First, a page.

Optimizing a cesium-sputter ion source using Lorentz 2E
Mr Collin Tiessen1, Dr. William Kieser1, Dr. Xiaolei Zhao1
1University of Ottawa, Ottawa, Canada
The cesium-sputter negative-ion source is a fundamental component of accelerator mass spectrometry studies. Improvements in ion current and output emittance allow for higher precision measurements and potential for new applications. The High Voltage Engineering Europa SO-110C ion source has been modeled using Integrated Engineering Software’s Lorentz 2E ion trajectory simulation software. This software includes the mutual space charge interactions between the incoming cesium ions from their production in the ionizer and the outgoing negative ion beam from the target (cathode). Simulations examined the effects of changing the geometry of various source components, electrode potentials, ion currents, position of the target and negative ion mass.
The simulations demonstrated that, as the cesium current is increased, the cesium beam broadens by its own space charge repulsion. This affects its focusing and distribution on the sample material. It is important that the cesium cover the outer proportions of the sample well for best usage of the material and stability of the outgoing negative ion beam. Changes in geometry and electrode potentials can mitigate this effect.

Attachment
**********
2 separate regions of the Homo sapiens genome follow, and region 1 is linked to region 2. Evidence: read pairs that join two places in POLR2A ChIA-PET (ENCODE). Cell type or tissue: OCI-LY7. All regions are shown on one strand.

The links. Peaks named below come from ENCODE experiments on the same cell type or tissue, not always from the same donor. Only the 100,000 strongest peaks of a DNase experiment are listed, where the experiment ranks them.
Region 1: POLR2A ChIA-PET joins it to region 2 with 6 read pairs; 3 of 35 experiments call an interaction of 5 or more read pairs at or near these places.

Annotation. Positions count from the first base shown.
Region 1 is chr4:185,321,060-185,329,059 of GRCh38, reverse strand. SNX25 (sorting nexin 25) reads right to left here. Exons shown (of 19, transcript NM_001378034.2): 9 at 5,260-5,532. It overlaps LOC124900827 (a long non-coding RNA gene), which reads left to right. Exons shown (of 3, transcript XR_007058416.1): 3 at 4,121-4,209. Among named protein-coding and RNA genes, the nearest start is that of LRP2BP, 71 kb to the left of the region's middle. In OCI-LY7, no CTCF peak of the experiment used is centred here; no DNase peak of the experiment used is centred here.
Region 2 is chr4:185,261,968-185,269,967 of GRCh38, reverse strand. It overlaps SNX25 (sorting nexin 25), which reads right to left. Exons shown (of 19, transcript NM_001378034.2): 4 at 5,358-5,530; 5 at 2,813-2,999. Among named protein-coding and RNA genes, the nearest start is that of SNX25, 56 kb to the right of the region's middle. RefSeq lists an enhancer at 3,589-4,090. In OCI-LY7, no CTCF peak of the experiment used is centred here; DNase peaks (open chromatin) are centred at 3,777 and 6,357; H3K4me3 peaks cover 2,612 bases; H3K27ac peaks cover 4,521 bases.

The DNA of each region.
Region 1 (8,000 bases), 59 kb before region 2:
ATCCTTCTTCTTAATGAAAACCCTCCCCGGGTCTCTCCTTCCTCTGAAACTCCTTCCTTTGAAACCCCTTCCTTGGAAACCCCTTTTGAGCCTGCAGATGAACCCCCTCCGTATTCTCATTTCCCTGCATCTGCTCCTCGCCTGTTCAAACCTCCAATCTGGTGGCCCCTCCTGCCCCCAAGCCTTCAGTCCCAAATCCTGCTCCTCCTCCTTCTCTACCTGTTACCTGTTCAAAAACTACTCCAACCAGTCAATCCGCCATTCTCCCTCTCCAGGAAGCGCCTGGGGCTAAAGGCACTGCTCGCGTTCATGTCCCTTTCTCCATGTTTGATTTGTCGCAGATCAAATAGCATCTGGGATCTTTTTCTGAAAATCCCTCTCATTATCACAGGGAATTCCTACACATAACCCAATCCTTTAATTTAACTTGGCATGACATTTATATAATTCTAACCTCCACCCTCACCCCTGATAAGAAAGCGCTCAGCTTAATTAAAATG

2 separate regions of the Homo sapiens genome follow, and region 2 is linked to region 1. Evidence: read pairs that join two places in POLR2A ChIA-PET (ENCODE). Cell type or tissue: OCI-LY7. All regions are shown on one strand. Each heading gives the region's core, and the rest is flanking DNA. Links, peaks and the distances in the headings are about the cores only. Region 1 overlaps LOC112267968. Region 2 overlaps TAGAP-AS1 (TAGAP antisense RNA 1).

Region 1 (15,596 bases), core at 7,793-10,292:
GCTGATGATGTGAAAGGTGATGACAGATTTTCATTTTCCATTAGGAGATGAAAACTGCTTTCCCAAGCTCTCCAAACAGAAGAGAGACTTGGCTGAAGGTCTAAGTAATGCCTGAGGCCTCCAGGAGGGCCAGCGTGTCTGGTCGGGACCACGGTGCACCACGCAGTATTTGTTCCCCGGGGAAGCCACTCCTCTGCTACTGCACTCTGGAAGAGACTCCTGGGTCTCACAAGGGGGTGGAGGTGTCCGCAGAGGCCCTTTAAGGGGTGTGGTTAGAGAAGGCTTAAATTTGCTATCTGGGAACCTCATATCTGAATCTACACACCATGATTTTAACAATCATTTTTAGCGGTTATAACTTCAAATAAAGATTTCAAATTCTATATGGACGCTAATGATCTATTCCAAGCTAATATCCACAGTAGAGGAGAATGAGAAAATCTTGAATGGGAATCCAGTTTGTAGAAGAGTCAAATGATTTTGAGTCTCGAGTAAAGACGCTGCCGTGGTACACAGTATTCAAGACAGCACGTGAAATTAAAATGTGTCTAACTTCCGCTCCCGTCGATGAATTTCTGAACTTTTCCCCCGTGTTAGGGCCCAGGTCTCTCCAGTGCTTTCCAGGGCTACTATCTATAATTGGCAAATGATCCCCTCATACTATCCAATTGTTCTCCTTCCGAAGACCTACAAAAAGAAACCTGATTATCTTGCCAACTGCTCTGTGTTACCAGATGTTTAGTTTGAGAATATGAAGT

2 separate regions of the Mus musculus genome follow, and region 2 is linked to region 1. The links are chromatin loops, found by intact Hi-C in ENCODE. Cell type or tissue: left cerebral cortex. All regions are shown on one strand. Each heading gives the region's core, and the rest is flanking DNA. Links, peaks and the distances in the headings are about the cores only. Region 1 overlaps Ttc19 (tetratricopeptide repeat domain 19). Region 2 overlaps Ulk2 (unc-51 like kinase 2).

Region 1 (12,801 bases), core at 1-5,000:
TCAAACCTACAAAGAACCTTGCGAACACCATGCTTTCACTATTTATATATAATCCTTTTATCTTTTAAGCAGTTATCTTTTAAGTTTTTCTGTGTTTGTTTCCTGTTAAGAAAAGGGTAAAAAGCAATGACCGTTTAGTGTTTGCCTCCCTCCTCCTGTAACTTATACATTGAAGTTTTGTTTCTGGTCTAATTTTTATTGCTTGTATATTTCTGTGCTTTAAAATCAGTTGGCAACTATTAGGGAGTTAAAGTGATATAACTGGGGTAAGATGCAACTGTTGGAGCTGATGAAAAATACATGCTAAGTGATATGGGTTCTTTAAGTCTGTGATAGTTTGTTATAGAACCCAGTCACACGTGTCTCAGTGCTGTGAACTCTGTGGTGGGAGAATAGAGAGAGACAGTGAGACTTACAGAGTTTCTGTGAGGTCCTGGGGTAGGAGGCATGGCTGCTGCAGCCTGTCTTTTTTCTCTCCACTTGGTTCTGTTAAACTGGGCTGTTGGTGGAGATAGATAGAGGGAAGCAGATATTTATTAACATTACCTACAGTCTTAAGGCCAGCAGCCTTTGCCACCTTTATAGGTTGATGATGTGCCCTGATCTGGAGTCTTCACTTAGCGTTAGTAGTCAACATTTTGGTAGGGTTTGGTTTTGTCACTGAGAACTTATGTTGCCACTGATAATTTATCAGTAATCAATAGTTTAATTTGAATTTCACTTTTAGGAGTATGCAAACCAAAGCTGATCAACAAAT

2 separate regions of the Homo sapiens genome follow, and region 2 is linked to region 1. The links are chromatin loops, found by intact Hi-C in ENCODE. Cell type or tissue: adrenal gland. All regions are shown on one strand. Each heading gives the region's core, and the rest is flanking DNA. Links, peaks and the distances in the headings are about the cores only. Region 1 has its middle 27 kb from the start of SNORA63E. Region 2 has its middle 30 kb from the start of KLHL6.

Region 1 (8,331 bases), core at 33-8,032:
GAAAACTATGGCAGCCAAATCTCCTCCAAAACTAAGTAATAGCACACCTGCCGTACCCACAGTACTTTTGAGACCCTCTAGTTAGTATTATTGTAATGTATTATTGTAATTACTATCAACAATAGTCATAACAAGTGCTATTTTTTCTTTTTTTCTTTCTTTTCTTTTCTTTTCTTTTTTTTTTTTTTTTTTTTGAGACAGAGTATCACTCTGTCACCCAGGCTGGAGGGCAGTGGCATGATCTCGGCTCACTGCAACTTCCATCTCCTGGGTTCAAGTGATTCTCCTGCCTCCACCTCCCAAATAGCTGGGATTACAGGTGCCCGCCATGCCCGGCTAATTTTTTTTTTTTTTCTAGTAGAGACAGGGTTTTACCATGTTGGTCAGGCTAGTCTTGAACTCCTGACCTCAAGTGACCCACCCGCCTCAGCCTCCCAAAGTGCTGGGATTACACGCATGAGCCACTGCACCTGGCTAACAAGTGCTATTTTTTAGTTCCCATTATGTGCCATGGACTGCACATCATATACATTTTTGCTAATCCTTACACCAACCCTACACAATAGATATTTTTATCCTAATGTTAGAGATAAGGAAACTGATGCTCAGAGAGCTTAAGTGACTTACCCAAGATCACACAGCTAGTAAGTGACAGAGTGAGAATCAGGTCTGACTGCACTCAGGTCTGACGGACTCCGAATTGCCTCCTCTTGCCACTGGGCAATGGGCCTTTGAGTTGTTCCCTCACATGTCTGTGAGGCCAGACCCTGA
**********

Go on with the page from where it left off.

Informed by these simulations, experiments at the A.E. Lalonde Accelerator Mass Spectrometry Laboratory (Lalonde) recessed the target in incremental 1 mm steps (targets were translated away from the ionizer along the axis of symmetry). Custom target bases were machined to facilitate these recesses without the need to modify the target pressing procedure. The abundant isotopes were measured using the post-accelerator offset Faraday Cups and rare isotopes at the gas ionization detector to compare outputs at various settings.
These tests were first run at routine ¹⁴C measurement settings (6 kV target-ionizer potential difference, 115 °C cesium oven temperature) on graphite blanks. At these settings, a target recess of 1 mm gave the most stable output with the highest usage of sample material.
A second experiment, using targets made from a ¹⁰Be standard, expanded this study by increasing the cesium oven temperature (and hence cesium current) incrementally from 130-140 °C, while also varying the target-ionizer potential difference (4-11 kV). This multi-dimensional study gave several promising settings, resulting in the most precise measurement of ¹⁰Be performed to date at Lalonde.
A demonstration of key simulations and a comparison with experimental results will be presented.
Doctoral student at the University of Ottawa working on ion source development at the A. E. Lalonde AMS lab.